Sergei Sudakov, a Professor at the Military Academy of Sciences, said that the meme "Russian mafia" was created in the interests of the United States in the 1990s. It is outdated, replaced by a new meme "Russian hacker". It is fashionable to present Russia as an international information terrorist.
It is worth noting that in the Russian sector of the Internet, the meme “Russian hackers” is perceived approximately as “British scientists”. At the same time, in the foreign segment, the concept of "Russian hackers" is linked to such concepts as danger, interference, and more recently, incitement to riot.

Lithuania leads a European Union Cyber Rapid Response Team (CRRT) at the European Union


Lithuania, the Netherlands, Poland, Romania, Croatia, and Estonia signed a Memorandum on the establishment of a European Union Cyber Rapid Response Team (CRRT). In the event of a cyber attack on any of the countries participating in the agreement, CRRT specialists should be ready to immediately repel the attack. Lithuania played a special role in creating this structure. Experts note that the EU has a really difficult situation with ensuring cybersecurity since not all States have the resources to repel hacker attacks. However, analysts doubt the effectiveness of CRRT.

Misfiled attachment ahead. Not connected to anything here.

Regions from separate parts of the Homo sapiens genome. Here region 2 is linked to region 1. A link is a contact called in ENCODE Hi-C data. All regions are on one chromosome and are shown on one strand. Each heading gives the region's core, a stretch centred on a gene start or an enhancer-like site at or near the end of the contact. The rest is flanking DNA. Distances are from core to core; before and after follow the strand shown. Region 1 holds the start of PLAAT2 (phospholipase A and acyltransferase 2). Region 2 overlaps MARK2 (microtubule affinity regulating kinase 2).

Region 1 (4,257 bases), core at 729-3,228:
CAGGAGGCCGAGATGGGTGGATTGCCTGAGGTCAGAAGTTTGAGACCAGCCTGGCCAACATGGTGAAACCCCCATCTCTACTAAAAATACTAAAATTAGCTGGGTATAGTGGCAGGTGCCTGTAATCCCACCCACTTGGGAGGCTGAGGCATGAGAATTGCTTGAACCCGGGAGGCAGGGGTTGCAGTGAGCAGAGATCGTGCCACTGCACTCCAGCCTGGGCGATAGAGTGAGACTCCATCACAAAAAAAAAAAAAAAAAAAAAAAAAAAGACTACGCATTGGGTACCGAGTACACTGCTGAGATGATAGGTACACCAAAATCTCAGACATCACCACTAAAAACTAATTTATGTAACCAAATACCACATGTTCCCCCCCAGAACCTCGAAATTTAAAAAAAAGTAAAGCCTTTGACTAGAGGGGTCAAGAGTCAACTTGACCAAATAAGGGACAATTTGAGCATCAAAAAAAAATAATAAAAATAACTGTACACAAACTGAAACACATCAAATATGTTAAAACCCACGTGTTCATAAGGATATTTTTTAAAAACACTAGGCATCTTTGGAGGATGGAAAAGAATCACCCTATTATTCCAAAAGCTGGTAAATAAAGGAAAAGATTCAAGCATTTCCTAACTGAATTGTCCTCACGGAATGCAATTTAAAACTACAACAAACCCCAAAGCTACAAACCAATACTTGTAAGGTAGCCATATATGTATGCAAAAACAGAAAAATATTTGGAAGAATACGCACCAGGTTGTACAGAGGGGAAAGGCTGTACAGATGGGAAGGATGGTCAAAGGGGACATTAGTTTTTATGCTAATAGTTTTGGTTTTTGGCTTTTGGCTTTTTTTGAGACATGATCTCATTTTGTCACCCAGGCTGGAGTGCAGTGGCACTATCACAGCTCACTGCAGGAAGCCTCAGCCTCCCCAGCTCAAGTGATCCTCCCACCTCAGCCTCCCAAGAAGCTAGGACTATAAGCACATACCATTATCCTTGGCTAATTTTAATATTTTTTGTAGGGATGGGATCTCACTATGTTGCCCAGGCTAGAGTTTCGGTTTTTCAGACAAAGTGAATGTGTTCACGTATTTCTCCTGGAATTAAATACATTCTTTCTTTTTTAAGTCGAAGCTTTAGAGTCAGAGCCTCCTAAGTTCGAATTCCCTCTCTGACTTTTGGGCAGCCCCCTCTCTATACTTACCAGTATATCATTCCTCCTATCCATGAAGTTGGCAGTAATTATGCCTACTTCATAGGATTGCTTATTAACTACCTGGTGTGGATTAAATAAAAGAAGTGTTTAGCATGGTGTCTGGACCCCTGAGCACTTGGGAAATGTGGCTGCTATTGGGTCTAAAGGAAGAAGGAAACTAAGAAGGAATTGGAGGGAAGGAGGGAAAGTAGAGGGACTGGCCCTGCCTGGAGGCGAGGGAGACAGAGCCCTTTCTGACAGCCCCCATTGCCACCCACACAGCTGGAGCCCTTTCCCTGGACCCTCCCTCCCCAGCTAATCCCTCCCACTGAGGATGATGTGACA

Lithuanian Minister of Defense Raimundas Karoblis noted that this is a completely new international cyber potential, initiated and led by Lithuania and that each country faces cybersecurity problems.
According to the cybersecurity specialist, Andrei Masalovich, now the problem of protection against cyberthreats is facing not only the poor countries of the Baltic States but even the United States.

President of the Russian Association for Baltic Studies Nikolai Mezhevich believes that the attempts of the Lithuanian leadership to take a leading role in the organization of a pan-European cyber defense are largely dictated by the desire to improve the image of Lithuania.

In addition, according to Andrei Masalovich, the Lithuanian authorities also want to "show their importance" against the background of Estonia.

As for the possible source of the threat, all countries in the CRRT blamed Moscow for cyber attacks. For example, in 2018, the Netherlands accused Russian hackers of attacking the headquarters of the Organization for the Prohibition of Chemical Weapons. In the Baltic States, Russia is regularly suspected of cyberattacks.